Art can also be used to teach children about culture, traditions, history and even social issues. The process of creating art contributes to the cognitive, physical, social and emotional development of children. Art and Socio-Emotional Development Viscosity (1978) informs us that every function in a child’s development appears twice – first in the social level and later on the individual level. This highlights to us that social interaction for children is important as all higher functions originate from actual relationships between individuals.
As children start to negotiate with materials, express their emotions through art and even appreciate tatty and the artwork of others, according to Pigged (Hut, 1 999), they also start to understand that there are other perspectives (visual, social or emotional) that might be different from their own and they start to understand and appreciate differences. Interpersonal and interpersonal intelligence (Gardner, 1 983) also develops when they learn to express their emotions through symbolic representations and working With Other children in artistic processes.Order now
The act of being involved in art making gives young children a sense of emotional satisfaction. They have control over the materials they use and the autonomy hey have in making decisions. This is probably the first opportunity in making independent choices and decisions. It also gives them opportunities to express their thinking and feelings. They build self esteem when they get feedback from teachers and peers and practice important social skills in group art making activities like taking turns, sharing and negotiating for materials.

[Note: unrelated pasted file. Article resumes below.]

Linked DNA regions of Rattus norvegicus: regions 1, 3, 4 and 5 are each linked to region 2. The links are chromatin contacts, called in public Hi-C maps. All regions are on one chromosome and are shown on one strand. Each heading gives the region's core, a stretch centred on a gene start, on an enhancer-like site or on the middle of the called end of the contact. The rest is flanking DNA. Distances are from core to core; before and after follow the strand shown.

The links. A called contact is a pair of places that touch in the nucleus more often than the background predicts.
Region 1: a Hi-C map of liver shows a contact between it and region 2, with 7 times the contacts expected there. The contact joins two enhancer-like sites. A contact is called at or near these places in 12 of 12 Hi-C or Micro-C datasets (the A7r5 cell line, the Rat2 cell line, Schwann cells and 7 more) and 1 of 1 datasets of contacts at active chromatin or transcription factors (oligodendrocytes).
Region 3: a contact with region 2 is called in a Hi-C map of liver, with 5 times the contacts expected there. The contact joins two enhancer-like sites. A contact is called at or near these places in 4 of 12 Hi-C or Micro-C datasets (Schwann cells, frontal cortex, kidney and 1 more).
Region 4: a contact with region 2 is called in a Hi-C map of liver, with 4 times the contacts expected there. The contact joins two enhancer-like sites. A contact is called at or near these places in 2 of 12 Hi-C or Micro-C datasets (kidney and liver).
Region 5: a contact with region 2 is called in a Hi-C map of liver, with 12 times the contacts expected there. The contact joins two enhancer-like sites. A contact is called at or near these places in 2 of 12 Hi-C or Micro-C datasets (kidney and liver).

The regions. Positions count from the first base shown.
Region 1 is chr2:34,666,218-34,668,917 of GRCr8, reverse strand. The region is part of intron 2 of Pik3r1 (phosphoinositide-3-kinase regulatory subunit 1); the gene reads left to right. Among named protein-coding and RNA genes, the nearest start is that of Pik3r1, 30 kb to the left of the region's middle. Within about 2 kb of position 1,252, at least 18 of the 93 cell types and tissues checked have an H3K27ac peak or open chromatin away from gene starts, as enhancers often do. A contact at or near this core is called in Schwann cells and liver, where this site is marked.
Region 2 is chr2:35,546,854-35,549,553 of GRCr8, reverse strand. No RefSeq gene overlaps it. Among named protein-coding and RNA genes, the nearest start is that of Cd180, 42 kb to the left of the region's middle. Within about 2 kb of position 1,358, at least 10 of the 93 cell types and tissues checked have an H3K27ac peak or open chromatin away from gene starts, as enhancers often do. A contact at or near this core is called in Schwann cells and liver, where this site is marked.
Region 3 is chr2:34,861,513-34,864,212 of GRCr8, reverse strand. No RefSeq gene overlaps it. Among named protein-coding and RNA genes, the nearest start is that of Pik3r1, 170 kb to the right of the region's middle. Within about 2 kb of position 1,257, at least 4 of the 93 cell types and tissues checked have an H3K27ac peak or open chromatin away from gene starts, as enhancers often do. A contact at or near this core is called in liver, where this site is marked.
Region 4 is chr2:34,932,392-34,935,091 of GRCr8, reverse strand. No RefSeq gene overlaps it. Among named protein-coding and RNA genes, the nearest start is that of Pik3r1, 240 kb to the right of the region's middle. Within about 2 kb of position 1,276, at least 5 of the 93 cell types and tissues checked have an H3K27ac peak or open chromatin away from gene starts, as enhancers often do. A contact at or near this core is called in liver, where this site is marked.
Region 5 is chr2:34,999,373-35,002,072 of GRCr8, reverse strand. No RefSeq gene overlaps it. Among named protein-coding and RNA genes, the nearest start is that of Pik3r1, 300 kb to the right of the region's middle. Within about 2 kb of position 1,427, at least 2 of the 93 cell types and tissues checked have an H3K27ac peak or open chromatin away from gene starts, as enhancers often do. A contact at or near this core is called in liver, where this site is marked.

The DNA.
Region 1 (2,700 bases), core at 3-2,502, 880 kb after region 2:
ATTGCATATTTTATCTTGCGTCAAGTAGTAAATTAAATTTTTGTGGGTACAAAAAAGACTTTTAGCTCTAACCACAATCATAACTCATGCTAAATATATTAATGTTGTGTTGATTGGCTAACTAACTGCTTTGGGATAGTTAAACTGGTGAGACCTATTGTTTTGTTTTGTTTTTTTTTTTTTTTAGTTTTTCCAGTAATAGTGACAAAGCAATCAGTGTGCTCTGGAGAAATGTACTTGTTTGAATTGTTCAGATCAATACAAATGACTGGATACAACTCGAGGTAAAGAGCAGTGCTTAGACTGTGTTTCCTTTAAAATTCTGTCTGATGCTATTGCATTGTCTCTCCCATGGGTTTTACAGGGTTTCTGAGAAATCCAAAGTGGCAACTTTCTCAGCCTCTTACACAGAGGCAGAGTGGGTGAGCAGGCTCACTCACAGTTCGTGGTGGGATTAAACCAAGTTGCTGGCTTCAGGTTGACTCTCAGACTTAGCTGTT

Art and Cognitive Development Pigged tells us that children construct their own meaning as they interact with the world around them. They eventually start to develop abstract reasoning tot he world around them through multiple experiences and reconstructions. Art allows children the opportunity to create knowledge as making art is a sensory experience. Young children enjoy the feeling of squishing paints in their hands, moving crayons across textured surfaces and seeing colors mixed together.
It is through exploration that children build knowledge of the objects in the overloud around them. Visigoths social learning theory also show us that through art, the child is able to share his cognitive learning, understanding and representation of the world socially with others. According to Gardner, representing ideas and Objects symbolically is also a higher order cognitive skill that is displayed in both visual-spatial and bodily-kinesthesia intelligences.
As children grow and develop, their art-making activities begin to involve the use Of symbols. Children begin to represent real objects, events, and feelings in their artwork. This early use of symbols in artwork provides a foundation for children’s later use of words to symbolize objects and actions in formal writing. Art and Motor Development Gardener’s visual spatial intelligence talks about the child’s ability to perceive he world accurately through various processes like forming a mental model and operating using that model.
They also later could solve problems by controlling their bodily motions and handle objects skillfully using both fine motor movements tot fingers and hands and gross motor movements tooth body (Wright, 2003), Art making activities also supports Piglet’s age and stage theory of children’s development especially when they start to experience the world through their senses and they start acquiring motor skills. Toddlers develop control of large and small muscle groups through making art. Painting tit brushes, crayons, kneading clay or cutting and tearing paper help them develop co-ordination and strength in their arms and fingers.
This will help them gain confidence in using tools for making art and later for writing. Making art also helps children develop eye-hand co-ordination. As children decide how to make parts fit together into a whole, where to place Objects, and what details to include, they learn to coordinate what they see vivid the movements of their hands and fingers. This eye-hand coordination is essential for many activities, including forming letters and spacing words in formal writing. References Descants, K. Houses, A (2000), A Brief Guide to Developmental Theory and Aesthetic Development.